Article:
Jan 212018
A parity trapping routine.
File PARCRHK.ZIP from The Programmer’s Corner in
Category System Diagnostics
A parity trapping routine.
File Name File Size Zip Size Zip Type
PARCHK.COM 1920 1053 deflated
PARCHK.DOC 4096 1998 deflated

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Contents of the PARCHK.DOC file

PARCHK.DOC (description of the PARCHK program)
Skip Gilbrech (71445,534)
90 Lexington Ave. #10-G
New York, NY 10016
(212) 685-0551
/R = Report all errors which occur
/D = Disable reporting after an error

PARCHK is a resident program which replaces the ibm pc rom-bios NMI
(non-maskable interrupt) handler.
It will report any memory parity errors to the operator, but will allow the
system to continue running (or CTRL-ALT-DEL can be pressed during the printing
of the error message, if desired). An installation option lets you choose
whether or not to receive continued reports after the first error for a
particular channel (system memory or i/o channel). Regardless of the option
chosen, however, the first error for each channel will always be reported.
I wrote PARCHK mostly because of the frustration I felt a few days ago when the
message 'PARITY CHECK 2' appeared suddenly on my pc's screen. I had seen the
message a couple of times before, but never at a time like this: The machine
contained over 3 hours of unsaved work, and I knew there was not a thing I could
do about it, since the parity error handler in the rom-bios simply disables
interrupts and issues a HLT instruction to the cpu.
I have also read a number of messages on the Compuserve IBM-PC SIG which
indicate that I'm not the only one to have had this experience. IBM's approach
in the rom-bios makes some sense. The condition of system ram is unknown
following a parity error, and continued operation MIGHT result in all sorts of
horrible consequences, i.e., hopelessly corrupted data on disk, etc. On my
system, though, memory parity errors have been extremely rare, and have probably
resulted from a slight glitch on the power line, static, etc. I really have no
idea what would have happened if I had been able to continue operation in those
cases. However, I have crashed the system often enough (most of the time
probably executing random data or instructions somewhere) to have some
confidence that the most likely, if not the only possible, outcome of a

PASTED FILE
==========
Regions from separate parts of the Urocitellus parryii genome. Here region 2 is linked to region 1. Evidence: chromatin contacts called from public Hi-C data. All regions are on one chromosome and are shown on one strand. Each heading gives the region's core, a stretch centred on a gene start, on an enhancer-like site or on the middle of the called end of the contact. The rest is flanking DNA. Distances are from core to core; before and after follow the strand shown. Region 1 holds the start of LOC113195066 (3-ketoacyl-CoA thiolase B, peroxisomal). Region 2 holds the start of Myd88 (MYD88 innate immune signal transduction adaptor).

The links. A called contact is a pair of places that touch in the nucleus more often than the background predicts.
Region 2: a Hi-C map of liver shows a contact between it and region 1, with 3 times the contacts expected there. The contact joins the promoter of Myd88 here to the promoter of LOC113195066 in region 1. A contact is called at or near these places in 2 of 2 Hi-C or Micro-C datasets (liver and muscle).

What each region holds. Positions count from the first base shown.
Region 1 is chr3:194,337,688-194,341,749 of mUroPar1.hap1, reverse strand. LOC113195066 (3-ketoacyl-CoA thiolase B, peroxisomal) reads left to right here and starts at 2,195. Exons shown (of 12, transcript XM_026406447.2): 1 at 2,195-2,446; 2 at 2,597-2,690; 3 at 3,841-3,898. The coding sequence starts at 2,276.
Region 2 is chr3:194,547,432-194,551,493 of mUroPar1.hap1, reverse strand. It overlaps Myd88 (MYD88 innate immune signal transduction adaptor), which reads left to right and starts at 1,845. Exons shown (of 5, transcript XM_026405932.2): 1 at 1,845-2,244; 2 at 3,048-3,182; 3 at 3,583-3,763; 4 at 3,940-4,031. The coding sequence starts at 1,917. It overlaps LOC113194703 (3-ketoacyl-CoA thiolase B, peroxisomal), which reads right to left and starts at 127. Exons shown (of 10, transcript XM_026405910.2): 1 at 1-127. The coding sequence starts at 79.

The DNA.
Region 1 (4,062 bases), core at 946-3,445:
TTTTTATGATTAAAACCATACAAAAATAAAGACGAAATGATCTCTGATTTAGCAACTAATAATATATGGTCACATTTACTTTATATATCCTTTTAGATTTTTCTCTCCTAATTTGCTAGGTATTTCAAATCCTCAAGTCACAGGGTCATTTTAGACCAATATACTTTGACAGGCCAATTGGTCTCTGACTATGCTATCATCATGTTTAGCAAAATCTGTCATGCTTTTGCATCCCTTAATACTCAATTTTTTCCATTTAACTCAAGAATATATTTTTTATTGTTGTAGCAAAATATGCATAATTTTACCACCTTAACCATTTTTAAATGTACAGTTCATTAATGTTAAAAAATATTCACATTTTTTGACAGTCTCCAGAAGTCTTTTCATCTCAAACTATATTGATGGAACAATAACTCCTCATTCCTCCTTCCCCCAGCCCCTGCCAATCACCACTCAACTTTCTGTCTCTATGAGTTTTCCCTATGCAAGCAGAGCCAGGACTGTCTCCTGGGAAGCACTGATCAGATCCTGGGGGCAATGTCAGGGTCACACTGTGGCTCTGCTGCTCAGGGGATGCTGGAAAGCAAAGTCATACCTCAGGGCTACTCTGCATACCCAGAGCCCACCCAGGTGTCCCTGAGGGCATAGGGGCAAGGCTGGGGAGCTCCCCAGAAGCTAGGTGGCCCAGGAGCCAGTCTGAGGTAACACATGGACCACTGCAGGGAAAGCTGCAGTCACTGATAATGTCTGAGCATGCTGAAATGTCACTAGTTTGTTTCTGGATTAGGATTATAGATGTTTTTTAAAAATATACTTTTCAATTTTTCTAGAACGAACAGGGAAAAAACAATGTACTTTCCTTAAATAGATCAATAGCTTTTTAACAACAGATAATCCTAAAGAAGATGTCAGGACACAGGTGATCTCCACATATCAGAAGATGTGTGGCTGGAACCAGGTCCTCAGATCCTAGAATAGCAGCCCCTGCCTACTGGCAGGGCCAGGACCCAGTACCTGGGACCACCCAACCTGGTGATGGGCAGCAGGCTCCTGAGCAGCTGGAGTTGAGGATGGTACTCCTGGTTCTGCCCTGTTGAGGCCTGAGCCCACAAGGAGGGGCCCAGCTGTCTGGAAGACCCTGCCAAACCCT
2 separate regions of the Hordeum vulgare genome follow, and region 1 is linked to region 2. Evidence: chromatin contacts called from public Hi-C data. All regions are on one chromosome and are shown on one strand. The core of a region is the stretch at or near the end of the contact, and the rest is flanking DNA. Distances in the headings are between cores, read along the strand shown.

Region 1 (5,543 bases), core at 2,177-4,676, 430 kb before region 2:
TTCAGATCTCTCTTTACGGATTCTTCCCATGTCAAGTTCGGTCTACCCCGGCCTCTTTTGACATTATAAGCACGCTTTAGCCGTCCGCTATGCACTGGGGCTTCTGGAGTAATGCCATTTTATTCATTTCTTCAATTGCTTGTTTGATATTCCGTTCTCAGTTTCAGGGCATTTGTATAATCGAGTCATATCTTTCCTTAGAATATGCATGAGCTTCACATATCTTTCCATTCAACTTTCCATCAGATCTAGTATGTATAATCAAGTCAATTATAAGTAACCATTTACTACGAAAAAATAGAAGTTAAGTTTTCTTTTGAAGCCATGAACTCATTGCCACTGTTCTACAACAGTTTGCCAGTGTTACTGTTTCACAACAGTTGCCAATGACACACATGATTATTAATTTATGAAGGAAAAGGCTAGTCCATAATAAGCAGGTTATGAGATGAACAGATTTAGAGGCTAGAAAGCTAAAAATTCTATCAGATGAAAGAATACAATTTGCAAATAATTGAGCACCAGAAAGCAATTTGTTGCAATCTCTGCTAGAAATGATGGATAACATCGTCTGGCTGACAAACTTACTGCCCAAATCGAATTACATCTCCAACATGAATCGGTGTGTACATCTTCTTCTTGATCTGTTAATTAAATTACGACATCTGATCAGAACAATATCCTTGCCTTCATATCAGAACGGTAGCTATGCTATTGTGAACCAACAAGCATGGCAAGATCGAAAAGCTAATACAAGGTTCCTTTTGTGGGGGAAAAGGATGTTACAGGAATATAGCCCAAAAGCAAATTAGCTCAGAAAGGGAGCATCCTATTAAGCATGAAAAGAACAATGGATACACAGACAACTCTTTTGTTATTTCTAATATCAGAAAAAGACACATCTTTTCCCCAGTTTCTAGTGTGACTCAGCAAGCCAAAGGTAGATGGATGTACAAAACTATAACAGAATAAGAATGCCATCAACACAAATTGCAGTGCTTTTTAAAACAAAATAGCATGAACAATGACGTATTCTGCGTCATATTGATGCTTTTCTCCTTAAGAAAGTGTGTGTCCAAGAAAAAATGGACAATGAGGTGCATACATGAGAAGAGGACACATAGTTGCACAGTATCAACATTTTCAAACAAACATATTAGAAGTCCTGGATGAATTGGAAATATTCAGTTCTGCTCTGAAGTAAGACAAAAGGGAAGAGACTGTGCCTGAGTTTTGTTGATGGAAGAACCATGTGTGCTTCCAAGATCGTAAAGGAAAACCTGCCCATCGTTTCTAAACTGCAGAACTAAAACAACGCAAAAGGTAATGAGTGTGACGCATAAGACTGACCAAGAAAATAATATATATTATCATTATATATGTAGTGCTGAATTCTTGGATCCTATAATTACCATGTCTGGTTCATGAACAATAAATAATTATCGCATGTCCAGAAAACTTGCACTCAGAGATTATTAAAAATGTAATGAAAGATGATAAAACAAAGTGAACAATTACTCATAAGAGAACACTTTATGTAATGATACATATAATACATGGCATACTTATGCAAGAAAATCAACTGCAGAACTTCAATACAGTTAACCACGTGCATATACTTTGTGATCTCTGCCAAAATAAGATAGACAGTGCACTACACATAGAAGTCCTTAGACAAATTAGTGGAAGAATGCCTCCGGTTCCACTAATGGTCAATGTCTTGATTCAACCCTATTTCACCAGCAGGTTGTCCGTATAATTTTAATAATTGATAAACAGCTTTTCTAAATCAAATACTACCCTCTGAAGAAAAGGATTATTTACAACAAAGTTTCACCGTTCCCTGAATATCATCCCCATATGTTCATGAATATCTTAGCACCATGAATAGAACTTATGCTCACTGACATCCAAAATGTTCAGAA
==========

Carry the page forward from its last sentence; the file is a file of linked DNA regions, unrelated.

processor gone wild is simply a dead machine, i.e. interrupt vectors wiped out,
etc., which must be powered-down and up.
So, for me, the risks of continued operation -- at least until important
data in ram are saved -- seem relatively small when balanced against
the CERTAINTY of lost data when the rom-bios routine gets control: If
data HAS been corrupted, at least there remains the chance of later
being able to examine and possibly fix it.
Continued operation still DOES represent a risk, however, especially
if parity errors occur often, since that probably indicates a serious
hardware problem somewhere in the system.
If you don't want to take that risk, please don't use this program,
as I can't, of course, take responsibility for any damage, real or
otherwise, it may cause.
On the other hand, if PARCHK is ever responsible for saving a multi- million
dollar oil deal which would otherwise have fallen victim to an unruly parity
bit...... (suffice it to say that I would deem it an honor to allow you to
express your gratitude) The resident part of this code, by the way, uses up a
little over 1K of ram. Most of that space is taken up by routines which save
the current screen, write the error message, and then restore the screen. I
made no particular effort to make that code as compact as possible, so, if space
is at a premium, and/or you like doing such things, please feel free to squeeze
and optimize to your heart's content... As an alternative, if you don't mind
junk on your screen, it would be fairly easy to replace most of the error
message code with a short routine which uses the rom-bios 'write teletype'
function to print a message, but doesn't waste any memory by saving the screen.
It's probably best not to use dos functions here, since a parity error can be
reported at any time, even with interrupts disabled and/or while in the middle
of a dos routine -- and pc/ms-dos is notoriously non-reentrant.

 January 21, 2018  Add comments

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